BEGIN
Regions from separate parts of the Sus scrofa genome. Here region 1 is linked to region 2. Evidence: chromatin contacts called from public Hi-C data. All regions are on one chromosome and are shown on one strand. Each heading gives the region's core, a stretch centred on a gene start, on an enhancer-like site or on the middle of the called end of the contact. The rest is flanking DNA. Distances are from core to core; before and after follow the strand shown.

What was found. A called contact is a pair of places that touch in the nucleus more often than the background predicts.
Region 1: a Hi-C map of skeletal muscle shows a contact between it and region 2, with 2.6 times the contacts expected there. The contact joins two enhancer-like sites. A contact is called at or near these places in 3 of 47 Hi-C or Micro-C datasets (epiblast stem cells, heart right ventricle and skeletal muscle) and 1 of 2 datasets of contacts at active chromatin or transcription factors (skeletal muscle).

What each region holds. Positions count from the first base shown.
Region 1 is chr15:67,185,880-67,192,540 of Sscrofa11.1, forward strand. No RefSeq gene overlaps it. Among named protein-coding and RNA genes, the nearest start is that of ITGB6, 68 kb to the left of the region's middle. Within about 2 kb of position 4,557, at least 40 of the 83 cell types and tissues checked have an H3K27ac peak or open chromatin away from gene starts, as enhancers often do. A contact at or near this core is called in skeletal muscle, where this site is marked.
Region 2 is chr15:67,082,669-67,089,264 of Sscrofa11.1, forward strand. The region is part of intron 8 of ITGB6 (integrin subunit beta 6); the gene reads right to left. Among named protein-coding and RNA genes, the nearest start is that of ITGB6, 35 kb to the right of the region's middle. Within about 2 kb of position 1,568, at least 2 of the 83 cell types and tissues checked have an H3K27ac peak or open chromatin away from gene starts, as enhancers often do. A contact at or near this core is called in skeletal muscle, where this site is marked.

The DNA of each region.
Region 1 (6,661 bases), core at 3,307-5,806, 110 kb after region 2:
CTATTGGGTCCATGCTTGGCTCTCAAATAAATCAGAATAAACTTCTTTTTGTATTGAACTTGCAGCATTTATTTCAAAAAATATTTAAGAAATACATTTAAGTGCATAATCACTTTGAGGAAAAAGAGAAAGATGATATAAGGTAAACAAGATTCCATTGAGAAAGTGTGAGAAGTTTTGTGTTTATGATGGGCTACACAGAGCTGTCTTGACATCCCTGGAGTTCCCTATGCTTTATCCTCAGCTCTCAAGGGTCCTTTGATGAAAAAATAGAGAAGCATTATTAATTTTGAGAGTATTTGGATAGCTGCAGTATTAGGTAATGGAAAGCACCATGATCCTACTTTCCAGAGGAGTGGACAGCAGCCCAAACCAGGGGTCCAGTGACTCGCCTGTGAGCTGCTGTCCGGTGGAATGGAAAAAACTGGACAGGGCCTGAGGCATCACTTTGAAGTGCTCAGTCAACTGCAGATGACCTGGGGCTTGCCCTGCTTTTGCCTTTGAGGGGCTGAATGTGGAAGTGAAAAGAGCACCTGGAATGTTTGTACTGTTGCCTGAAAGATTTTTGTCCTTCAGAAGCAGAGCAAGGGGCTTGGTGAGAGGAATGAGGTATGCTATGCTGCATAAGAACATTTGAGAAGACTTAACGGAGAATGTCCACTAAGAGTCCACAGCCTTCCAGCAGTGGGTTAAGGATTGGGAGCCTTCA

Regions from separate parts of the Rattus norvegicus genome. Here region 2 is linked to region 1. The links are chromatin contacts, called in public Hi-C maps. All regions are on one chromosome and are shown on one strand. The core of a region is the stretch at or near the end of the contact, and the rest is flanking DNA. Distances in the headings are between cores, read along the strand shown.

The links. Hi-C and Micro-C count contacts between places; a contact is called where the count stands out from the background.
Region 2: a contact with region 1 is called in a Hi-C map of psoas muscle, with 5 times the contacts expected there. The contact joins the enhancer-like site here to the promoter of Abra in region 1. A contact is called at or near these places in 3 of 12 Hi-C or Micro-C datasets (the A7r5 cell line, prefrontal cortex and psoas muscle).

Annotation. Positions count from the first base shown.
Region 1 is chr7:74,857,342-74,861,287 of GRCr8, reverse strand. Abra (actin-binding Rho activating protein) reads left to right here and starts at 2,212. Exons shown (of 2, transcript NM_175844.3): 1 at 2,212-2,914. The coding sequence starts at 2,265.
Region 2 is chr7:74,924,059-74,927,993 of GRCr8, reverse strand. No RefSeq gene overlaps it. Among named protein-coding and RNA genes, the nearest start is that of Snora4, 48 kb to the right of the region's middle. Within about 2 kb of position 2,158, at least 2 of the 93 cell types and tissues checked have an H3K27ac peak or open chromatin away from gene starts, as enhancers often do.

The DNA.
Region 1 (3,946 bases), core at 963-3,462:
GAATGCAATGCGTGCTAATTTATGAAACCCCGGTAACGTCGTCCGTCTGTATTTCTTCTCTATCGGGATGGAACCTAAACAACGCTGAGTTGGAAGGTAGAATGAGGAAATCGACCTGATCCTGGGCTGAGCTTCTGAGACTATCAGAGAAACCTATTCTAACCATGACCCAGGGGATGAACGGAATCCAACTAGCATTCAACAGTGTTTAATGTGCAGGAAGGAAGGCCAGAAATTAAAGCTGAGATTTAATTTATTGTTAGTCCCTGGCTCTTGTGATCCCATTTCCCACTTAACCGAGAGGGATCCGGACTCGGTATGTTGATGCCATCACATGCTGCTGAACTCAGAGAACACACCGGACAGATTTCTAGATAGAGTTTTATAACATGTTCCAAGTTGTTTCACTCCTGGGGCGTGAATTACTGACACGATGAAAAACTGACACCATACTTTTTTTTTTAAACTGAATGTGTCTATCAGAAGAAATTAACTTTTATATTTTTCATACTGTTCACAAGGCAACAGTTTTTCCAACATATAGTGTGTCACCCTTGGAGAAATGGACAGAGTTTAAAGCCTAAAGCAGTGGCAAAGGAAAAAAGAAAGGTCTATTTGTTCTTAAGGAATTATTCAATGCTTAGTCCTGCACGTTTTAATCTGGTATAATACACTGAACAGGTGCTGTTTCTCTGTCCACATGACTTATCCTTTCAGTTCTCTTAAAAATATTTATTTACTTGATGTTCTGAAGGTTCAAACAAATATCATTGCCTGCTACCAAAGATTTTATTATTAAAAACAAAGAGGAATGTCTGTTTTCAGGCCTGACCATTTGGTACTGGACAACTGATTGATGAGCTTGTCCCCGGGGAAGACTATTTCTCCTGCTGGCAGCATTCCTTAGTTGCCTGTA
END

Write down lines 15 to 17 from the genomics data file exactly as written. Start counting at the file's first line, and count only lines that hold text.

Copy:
Region 2 is chr7:74,924,059-74,927,993 of GRCr8, reverse strand. No RefSeq gene overlaps it. Among named protein-coding and RNA genes, the nearest start is that of Snora4, 48 kb to the right of the region's middle. Within about 2 kb of position 2,158, at least 2 of the 93 cell types and tissues checked have an H3K27ac peak or open chromatin away from gene starts, as enhancers often do.

The DNA.
Region 1 (3,946 bases), core at 963-3,462: